1989 Far From Home TV Preacher
1989 Sea of Love Lieutenant
1990 Presumed Innocent Det. Lipranzer
1990 Green Card Harry
1992 In The Arms Of A Killer Det. Cusack
1995 Forget Paris Jack
1996 The Rock FBI Director James Womack
1996 Albino Alligator Jack
1997 Cop Land Det. Leo Crasky
1997 Cold Around the Heart Uncle Mike
1998 The Negotiator Police Chief Al Travis
1998 Twilight Capt. Phil Egan
1999 Ravenous Gen. Slauson

TelevisionEdit

Year Title Role Notes
1963–1964 The Patty Duke Show Henry 7 episodes
1976 Ryan's Hope Orderly 2 episodes
1986 Miami Vice Lt. Lee Atkins Episode: "The Good Collar"
1986 Spenser: For Hire Joe Moran Episode: "Home Is the Hero"
1987–1988 Another World Frank Julian Unknown episodes
1988 As the World Turns Don West Unknown episodes
1990 Law & Order Howard Morton Episode: "Prescription for Death"
1990–1994 L.A. Law Tommy Mullaney 71 episodes
1994 Duckman: Private Dick/Family Man Agent Dennehy Episode: "Not So Easy Riders"
1995 Touched by an Angel Leo Episode: "The Driver"
1996 F/X: The Series Carl Scofield Episode: "High Risk"
1997 The New Adventures of Superman Hank Landry Episode: "Lethal Weapon"
1997 Tracey Takes On... Ray Weggerly Episode: "Crime"
1997 Early Edition Howard Banner Episode: "Jenny Sloane"
1998 Trinity Simon McAllister 3 episodes
1999–2006 The West Wing Leo McGarry 135 episodes
Primetime Emmy Award for Outstanding Supporting Actor in a Drama Series (2002)
Screen Actors Guild Award for Outstanding Performance by an Ensemble in a Drama Series (2000, 2001)
Viewers for Quality Television Award for Best Supporting Actor in a Quality Drama Series
Nominated—Golden Globe Award for Best Supporting Actor – Series, Miniseries or Television Film
Nominated—Primetime Emmy Award for Outstanding Supporting Actor in a Drama Series (2000–01, 2003–04)
Nominated—Screen Actors Guild Award for Outstanding Performance by an Ensemble in a Drama Series (2002–05)
1999 The Outer Limits Col. Wallis Thurman Episode: "Summit"
1999 L.A. Doctors Dr. Edmund Church Episode: "The Life Lost in Living"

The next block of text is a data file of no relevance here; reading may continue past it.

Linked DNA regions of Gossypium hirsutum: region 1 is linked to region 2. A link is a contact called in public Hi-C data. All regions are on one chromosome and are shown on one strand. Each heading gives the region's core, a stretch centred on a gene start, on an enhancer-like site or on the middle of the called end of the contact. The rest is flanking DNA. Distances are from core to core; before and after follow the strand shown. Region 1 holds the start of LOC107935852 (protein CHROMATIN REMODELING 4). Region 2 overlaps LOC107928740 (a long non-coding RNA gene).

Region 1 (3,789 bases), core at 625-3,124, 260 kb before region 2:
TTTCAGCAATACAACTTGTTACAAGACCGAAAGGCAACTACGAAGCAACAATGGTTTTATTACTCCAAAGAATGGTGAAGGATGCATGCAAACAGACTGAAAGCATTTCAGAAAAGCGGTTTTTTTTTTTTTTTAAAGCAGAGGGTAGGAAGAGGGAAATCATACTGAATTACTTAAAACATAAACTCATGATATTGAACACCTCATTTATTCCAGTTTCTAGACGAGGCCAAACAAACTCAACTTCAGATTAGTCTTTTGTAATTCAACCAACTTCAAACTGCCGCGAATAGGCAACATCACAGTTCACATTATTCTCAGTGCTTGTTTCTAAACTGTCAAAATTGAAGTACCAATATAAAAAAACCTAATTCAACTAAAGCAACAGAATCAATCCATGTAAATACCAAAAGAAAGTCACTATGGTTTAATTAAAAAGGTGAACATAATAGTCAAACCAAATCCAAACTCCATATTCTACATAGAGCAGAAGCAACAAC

AwardsEdit

Year Nominee/work Award Result
1981 Still Life Obie Award[8] Won
2000 The West Wing Viewers for Quality Television Award for Best Supporting Actor in a Quality Drama Series Won
Primetime Emmy Award for Outstanding Supporting Actor in a Drama Series Nominated
Screen Actors Guild Award for Outstanding Performance by an Ensemble in a Drama Series Won
2001 Primetime Emmy Award for Outstanding Supporting Actor in a Drama Series Nominated
Screen Actors Guild Award for Outstanding Performance by an Ensemble in a Drama Series Won
2002 Primetime Emmy Award for Outstanding Supporting Actor in a Drama Series Won
Screen Actors Guild Award for Outstanding Performance by an Ensemble in a Drama Series Nominated
Golden Globe Award for Best Supporting Actor – Series, Miniseries or Television Film Nominated
2003 Primetime Emmy Award for Outstanding Supporting Actor in a Drama Series Nominated
Screen Actors Guild Award for Outstanding Performance by an Ensemble in a Drama Series Nominated
2004 Primetime Emmy Award for Outstanding Supporting Actor in a Drama Series Nominated
Screen Actors Guild Award for Outstanding Performance by an Ensemble in a Drama Series Nominated
2005 Screen Actors Guild Award for Outstanding Performance by an Ensemble in a Drama Series Nominated

ReferencesEdit

  1. ^ a b Lee, Jennifer 8. "Obituary: John Spencer, 'West Wing' actor". The New York Times. December 17, 2005.
  2. ^ "John Spencer Biography (1946-)". Film Reference. Retrieved October 1, 2015.
  3. ^ "West Wing Actor John Spencer Dies". People. December 16, 2015.
  4. ^ a b "Obituary: John Spencer, 58, actor on The West Wing" (PDF). The Ukrainian Weekly. January 1, 2006.  p. 4.
  5. ^ Custer, Richard D. "A Family Historian’s Guide to Discovering Carpatho-Rusyn Ancestry" Archived 2015-10-06 at the Wayback Machine.. FEEFHS Journal. Volume 14, 2006. p. 9.
  6. ^ PBS. "Transcript of October 16, 2004 interview with John Spencer". The Tavis Smiley Show. Retrieved October 1, 2015.
  7. ^ Rebecca Williams (29 January 2015). Post-Object Fandom: Television, Identity and Self-narrative. Bloomsbury Publishing. pp. 60–. ISBN 978-1-62356-210-6. 
  8. ^ "Obie Awards 1980s". Obie Awards. The Village Voice. Archived from the original on October 3, 2015. Retrieved January 20, 2018. 

External linksEdit